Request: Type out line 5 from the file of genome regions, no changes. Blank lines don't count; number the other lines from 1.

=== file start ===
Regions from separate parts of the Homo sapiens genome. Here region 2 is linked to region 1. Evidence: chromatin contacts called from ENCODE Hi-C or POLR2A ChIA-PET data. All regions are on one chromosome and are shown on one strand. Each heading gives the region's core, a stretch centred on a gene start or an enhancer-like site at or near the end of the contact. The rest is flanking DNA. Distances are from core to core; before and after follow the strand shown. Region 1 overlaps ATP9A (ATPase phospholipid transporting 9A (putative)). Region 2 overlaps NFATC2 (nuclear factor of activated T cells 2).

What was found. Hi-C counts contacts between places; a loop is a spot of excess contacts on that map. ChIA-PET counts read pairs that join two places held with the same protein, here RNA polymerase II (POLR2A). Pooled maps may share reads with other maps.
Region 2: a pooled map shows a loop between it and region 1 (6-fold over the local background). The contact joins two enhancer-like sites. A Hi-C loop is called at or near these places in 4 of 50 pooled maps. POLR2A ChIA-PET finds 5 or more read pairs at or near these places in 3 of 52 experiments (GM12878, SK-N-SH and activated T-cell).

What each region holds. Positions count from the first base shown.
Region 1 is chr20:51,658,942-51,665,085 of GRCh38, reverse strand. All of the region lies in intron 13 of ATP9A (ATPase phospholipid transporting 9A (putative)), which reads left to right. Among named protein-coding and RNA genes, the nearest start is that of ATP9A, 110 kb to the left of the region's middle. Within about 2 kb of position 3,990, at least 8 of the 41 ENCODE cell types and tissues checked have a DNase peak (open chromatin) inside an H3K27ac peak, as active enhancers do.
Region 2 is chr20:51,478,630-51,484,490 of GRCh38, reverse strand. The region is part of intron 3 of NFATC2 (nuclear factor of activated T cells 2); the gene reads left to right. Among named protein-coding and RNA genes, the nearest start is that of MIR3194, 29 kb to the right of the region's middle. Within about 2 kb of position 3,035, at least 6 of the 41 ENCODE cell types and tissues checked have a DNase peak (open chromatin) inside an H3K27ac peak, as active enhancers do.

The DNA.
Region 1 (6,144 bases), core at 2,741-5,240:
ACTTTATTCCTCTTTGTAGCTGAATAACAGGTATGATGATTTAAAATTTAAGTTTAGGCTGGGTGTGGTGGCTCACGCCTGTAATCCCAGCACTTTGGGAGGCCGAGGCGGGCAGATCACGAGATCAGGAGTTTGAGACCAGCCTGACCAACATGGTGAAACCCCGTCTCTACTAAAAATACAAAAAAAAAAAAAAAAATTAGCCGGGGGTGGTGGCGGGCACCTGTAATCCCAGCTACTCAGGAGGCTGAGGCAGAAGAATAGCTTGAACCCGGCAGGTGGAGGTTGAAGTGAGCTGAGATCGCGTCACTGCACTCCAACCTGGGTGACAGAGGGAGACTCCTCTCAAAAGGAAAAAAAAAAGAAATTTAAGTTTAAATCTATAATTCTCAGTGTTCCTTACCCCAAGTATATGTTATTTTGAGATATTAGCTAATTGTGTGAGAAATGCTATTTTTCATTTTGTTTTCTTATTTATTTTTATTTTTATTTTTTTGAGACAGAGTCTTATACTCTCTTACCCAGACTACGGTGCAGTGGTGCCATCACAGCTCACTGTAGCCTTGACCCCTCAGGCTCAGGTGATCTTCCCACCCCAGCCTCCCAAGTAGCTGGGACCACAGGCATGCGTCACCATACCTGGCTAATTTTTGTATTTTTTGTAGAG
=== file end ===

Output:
Region 1 is chr20:51,658,942-51,665,085 of GRCh38, reverse strand. All of the region lies in intron 13 of ATP9A (ATPase phospholipid transporting 9A (putative)), which reads left to right. Among named protein-coding and RNA genes, the nearest start is that of ATP9A, 110 kb to the left of the region's middle. Within about 2 kb of position 3,990, at least 8 of the 41 ENCODE cell types and tissues checked have a DNase peak (open chromatin) inside an H3K27ac peak, as active enhancers do.